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The Joshua Lederberg Papers

Letter from Roger Y. Stanier to Joshua Lederberg pdf (78,238 Bytes) transcript of pdf
Letter from Roger Y. Stanier to Joshua Lederberg
Item is handwritten.
Number of Image Pages:
1 (78,238 Bytes)
1952-10-22 (October 22, 1952)
Stanier, Roger Y.
Lederberg, Joshua
Courtesy of Joshua Lederberg.
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Lederberg Grouping: Correspondence B
Box Number: 8
Folder Number: 64
Unique Identifier:
Accession Number:
Document Type:
Letters (correspondence)
Physical Condition:
Series: Correspondence, 1935-2002
SubSeries: 1947-1953
Folder: Stanier, Roger Y.
Oct. 22, 1952
Dear Joshua -
I'm spending my 26th birthday nursing a stinking cold at home, which provides a good opportunity for catching up on correspondence.
Sey Pomper (who is here for a year on a post-doctoral fellowship) has started to work with the purples, assisted by Martha. I'm so overwhelmed with teaching and other academic scut-work that I don't expect to do much myself until after Christmas. It turns out that the Rhodospiriillium rubrum is not too easy to handle. It doesn't grow happily on a streaked[?] plate, and the best method for counts[?] a single colony isolations appears to be incorporation of the moisture[?] in an agar overlayer[?], which presumably gives some protection from high O2 concentrations, as well as the necessary moisture. Growth is relatively slow under the best conditions yet devised ; it takes approx. 4 days to get easily visible colonies in illuminated plates. We don't know whether this reflects long lags or long generation times, but it is clear that adaptation to dark growth requires very different periods[?] with different strains. There may be selective factors at work in this case, of course. Since we have to work out the details of cultivation and general physiology in any case, I suggest that you defer genetic studies until we can let you know a bit more about optimal conditions and about suitable strains (the strain differences appear to be considerable). Sey has run a few expts with streptomycin, but appears to have succeeded only in making the organism highly resistant: single colonies are still well pigmented.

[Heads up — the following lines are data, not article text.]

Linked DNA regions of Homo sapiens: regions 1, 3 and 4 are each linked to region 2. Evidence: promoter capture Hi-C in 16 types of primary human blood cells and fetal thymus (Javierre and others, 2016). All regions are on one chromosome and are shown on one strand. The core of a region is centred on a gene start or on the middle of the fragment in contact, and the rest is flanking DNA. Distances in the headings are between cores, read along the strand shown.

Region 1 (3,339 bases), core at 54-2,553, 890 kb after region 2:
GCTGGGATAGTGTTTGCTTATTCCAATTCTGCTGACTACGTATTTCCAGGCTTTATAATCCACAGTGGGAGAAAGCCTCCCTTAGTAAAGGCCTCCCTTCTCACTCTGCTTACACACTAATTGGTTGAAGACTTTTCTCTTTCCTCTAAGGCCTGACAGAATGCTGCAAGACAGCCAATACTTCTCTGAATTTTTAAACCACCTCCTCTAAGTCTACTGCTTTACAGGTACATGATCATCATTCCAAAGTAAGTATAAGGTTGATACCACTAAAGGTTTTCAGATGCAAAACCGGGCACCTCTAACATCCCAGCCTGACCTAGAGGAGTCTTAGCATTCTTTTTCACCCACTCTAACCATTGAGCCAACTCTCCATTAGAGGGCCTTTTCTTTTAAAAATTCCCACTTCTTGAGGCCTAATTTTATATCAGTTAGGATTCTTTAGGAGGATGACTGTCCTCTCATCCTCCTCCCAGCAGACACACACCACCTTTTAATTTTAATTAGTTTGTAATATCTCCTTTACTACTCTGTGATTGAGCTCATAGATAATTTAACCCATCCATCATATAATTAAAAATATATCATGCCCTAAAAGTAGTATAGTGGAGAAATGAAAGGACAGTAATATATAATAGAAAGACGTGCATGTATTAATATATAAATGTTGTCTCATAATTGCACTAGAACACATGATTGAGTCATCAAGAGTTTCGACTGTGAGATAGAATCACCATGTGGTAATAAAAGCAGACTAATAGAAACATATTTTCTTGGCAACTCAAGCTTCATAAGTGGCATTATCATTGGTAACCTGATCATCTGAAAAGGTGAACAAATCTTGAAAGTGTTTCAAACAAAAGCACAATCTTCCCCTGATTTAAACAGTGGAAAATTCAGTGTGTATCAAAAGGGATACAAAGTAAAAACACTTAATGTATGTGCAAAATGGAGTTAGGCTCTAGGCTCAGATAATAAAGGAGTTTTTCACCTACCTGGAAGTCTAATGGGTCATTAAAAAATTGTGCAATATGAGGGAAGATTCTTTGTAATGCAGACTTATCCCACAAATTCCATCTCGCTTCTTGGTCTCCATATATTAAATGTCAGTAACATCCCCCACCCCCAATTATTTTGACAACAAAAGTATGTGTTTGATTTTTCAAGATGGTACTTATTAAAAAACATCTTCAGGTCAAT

Many thanks for the fine picture of Lot[?]
Best wishes to you both,
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